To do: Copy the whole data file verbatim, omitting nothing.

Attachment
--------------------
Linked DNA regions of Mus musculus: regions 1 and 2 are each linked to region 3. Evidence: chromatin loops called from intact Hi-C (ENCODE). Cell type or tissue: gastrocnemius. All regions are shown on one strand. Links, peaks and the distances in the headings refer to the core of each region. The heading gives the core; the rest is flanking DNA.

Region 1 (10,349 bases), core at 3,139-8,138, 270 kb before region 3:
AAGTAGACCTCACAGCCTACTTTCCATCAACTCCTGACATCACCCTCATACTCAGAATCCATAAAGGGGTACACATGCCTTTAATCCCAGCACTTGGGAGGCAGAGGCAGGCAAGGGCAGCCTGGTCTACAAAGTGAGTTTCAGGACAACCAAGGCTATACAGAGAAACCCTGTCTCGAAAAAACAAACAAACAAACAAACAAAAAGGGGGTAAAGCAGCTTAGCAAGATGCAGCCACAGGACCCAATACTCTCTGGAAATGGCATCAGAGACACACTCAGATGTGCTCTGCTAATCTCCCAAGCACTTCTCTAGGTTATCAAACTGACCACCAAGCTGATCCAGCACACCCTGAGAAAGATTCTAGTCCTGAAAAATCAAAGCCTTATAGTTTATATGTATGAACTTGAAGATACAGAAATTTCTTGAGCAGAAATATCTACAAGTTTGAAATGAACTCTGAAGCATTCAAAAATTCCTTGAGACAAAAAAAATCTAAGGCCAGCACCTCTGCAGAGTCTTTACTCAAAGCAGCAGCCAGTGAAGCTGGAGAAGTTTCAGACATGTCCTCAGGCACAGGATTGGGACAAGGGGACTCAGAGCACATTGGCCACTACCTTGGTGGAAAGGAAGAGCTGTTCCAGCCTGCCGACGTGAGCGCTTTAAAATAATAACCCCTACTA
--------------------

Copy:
Linked DNA regions of Mus musculus: regions 1 and 2 are each linked to region 3. Evidence: chromatin loops called from intact Hi-C (ENCODE). Cell type or tissue: gastrocnemius. All regions are shown on one strand. Links, peaks and the distances in the headings refer to the core of each region. The heading gives the core; the rest is flanking DNA.

Region 1 (10,349 bases), core at 3,139-8,138, 270 kb before region 3:
AAGTAGACCTCACAGCCTACTTTCCATCAACTCCTGACATCACCCTCATACTCAGAATCCATAAAGGGGTACACATGCCTTTAATCCCAGCACTTGGGAGGCAGAGGCAGGCAAGGGCAGCCTGGTCTACAAAGTGAGTTTCAGGACAACCAAGGCTATACAGAGAAACCCTGTCTCGAAAAAACAAACAAACAAACAAACAAAAAGGGGGTAAAGCAGCTTAGCAAGATGCAGCCACAGGACCCAATACTCTCTGGAAATGGCATCAGAGACACACTCAGATGTGCTCTGCTAATCTCCCAAGCACTTCTCTAGGTTATCAAACTGACCACCAAGCTGATCCAGCACACCCTGAGAAAGATTCTAGTCCTGAAAAATCAAAGCCTTATAGTTTATATGTATGAACTTGAAGATACAGAAATTTCTTGAGCAGAAATATCTACAAGTTTGAAATGAACTCTGAAGCATTCAAAAATTCCTTGAGACAAAAAAAATCTAAGGCCAGCACCTCTGCAGAGTCTTTACTCAAAGCAGCAGCCAGTGAAGCTGGAGAAGTTTCAGACATGTCCTCAGGCACAGGATTGGGACAAGGGGACTCAGAGCACATTGGCCACTACCTTGGTGGAAAGGAAGAGCTGTTCCAGCCTGCCGACGTGAGCGCTTTAAAATAATAACCCCTACTA